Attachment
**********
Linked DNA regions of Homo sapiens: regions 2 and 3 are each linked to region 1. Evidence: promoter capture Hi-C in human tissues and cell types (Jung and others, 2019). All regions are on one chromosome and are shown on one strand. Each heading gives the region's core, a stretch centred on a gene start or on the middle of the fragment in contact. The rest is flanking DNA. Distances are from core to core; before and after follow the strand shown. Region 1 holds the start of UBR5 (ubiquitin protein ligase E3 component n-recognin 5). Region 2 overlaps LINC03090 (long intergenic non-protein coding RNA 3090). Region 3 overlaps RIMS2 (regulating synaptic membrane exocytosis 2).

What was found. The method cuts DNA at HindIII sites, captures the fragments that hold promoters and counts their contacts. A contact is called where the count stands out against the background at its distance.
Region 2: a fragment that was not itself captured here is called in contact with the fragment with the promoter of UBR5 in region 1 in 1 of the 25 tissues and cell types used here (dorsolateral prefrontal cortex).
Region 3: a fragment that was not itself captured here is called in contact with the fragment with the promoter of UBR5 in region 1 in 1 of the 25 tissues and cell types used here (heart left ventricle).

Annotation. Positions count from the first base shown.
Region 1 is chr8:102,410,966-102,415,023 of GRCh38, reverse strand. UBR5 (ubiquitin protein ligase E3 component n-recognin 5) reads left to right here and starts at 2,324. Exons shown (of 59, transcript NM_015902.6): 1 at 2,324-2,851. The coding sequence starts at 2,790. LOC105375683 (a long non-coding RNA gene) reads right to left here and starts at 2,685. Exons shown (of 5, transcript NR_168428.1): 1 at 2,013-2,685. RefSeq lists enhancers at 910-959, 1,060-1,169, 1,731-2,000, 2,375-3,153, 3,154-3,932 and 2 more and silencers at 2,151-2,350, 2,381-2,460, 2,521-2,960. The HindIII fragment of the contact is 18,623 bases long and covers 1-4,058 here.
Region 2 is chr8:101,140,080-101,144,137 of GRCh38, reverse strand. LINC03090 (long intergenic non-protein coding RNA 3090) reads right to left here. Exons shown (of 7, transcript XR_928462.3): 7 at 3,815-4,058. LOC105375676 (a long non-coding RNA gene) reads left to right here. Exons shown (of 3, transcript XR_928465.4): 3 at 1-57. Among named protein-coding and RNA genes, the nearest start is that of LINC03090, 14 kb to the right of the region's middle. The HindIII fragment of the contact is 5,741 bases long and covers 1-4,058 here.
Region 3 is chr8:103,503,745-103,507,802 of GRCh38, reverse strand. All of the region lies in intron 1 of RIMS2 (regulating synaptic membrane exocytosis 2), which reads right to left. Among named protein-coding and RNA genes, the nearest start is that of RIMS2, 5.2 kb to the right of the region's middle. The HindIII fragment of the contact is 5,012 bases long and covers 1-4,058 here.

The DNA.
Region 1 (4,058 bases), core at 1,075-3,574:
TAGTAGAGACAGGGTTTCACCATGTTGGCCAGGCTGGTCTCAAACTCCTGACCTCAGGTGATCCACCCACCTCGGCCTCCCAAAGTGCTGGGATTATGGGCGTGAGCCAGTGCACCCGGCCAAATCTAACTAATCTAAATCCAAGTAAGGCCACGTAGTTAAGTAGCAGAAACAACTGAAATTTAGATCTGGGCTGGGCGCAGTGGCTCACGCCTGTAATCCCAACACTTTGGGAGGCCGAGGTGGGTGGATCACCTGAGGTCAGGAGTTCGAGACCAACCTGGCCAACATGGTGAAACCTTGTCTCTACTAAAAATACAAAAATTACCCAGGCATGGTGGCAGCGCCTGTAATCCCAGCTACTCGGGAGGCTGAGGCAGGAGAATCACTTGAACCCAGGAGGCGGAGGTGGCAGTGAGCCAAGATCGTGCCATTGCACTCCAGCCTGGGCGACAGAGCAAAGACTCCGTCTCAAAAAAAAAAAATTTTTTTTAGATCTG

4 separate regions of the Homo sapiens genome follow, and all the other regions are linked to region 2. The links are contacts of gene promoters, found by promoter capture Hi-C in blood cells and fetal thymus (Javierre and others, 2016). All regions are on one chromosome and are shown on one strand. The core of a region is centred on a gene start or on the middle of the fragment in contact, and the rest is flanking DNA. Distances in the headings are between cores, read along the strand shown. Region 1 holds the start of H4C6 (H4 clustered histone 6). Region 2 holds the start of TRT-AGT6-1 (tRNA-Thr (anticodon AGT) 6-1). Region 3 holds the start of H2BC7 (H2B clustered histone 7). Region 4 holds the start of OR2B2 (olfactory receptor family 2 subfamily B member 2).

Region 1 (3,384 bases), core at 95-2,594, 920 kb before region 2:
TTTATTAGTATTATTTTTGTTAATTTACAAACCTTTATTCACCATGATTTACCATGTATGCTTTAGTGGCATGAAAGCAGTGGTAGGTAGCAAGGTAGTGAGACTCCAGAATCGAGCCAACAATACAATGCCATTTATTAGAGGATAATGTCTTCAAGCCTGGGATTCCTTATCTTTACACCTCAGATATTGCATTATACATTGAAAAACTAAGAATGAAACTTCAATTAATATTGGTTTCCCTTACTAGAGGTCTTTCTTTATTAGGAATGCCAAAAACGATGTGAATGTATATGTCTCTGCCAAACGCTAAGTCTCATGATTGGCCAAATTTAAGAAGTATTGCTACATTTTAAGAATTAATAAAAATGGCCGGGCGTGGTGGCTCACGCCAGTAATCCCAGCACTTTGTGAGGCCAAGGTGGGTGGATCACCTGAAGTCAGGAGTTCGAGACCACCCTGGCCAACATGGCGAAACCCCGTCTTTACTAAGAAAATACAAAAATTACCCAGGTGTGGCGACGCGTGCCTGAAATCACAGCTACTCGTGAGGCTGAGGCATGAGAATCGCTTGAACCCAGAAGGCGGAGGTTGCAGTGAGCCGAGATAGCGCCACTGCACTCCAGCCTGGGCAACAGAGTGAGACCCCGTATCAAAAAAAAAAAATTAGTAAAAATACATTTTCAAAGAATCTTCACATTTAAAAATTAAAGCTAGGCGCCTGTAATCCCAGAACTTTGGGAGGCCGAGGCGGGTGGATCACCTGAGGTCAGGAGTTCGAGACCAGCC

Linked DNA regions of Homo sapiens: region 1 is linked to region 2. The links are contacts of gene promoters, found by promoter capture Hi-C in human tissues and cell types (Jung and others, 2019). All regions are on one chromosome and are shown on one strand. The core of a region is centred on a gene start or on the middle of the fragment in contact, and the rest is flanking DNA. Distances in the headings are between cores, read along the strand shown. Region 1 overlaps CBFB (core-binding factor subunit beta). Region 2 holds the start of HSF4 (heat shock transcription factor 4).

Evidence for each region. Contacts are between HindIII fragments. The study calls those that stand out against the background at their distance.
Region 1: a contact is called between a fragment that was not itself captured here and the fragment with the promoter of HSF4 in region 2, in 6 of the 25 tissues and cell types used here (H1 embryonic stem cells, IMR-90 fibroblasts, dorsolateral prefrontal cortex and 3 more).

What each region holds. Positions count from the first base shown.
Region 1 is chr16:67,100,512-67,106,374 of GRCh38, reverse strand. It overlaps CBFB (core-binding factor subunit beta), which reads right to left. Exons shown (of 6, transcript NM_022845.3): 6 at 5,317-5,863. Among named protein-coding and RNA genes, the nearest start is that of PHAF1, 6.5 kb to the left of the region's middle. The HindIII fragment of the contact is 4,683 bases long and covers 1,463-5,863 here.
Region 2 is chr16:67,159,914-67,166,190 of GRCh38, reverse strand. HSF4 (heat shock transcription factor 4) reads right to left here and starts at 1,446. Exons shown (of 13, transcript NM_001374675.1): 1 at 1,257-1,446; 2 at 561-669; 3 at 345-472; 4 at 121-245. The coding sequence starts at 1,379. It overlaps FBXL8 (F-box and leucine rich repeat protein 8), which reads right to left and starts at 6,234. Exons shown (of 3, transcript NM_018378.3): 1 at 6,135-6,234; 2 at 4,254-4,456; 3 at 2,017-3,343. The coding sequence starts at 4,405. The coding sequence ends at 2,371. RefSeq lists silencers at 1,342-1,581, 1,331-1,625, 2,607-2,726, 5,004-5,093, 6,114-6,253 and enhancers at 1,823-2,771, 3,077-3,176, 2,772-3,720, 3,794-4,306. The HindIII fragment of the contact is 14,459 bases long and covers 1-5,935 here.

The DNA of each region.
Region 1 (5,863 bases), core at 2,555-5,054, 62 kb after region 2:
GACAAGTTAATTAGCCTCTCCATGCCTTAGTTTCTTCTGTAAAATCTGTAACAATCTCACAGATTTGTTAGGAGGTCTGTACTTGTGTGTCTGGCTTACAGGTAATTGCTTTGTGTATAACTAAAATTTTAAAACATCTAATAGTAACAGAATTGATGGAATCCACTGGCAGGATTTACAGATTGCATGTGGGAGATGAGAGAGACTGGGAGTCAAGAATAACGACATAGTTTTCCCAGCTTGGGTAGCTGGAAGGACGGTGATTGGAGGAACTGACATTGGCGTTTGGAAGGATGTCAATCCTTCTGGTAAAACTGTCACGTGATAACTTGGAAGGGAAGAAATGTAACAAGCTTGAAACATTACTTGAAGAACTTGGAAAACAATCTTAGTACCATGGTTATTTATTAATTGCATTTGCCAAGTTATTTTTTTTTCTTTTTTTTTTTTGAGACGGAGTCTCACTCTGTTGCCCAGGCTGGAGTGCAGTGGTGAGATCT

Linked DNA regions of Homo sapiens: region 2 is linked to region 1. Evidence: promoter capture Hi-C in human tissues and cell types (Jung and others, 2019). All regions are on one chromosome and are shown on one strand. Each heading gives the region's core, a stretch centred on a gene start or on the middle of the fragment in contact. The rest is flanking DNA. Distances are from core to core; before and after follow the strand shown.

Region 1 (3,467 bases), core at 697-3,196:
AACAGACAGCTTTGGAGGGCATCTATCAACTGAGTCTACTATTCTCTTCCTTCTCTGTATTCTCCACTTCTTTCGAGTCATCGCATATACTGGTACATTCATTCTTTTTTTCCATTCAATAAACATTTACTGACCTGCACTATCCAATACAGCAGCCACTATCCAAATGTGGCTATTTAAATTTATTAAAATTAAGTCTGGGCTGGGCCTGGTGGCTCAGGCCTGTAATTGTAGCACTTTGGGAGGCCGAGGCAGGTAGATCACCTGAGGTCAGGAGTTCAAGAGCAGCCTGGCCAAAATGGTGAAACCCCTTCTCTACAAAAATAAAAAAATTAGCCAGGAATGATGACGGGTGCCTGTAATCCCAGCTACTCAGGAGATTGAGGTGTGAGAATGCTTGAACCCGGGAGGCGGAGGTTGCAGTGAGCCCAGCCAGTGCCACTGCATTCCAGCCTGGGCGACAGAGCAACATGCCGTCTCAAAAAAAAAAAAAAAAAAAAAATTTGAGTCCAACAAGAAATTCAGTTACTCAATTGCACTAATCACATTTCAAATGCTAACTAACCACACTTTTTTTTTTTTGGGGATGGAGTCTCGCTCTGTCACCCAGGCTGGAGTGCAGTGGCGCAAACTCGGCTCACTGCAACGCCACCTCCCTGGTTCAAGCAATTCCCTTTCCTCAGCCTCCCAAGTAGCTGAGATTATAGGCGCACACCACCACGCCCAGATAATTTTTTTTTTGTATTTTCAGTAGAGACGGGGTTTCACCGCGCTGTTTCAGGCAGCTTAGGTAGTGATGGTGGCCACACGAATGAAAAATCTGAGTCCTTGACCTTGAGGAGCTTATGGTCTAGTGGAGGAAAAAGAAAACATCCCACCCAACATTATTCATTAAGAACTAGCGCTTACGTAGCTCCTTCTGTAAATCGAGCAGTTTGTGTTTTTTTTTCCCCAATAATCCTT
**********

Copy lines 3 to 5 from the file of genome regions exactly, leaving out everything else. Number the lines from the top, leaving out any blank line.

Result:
Region 2: a fragment that was not itself captured here is called in contact with the fragment with the promoter of UBR5 in region 1 in 1 of the 25 tissues and cell types used here (dorsolateral prefrontal cortex).
Region 3: a fragment that was not itself captured here is called in contact with the fragment with the promoter of UBR5 in region 1 in 1 of the 25 tissues and cell types used here (heart left ventricle).

Annotation. Positions count from the first base shown.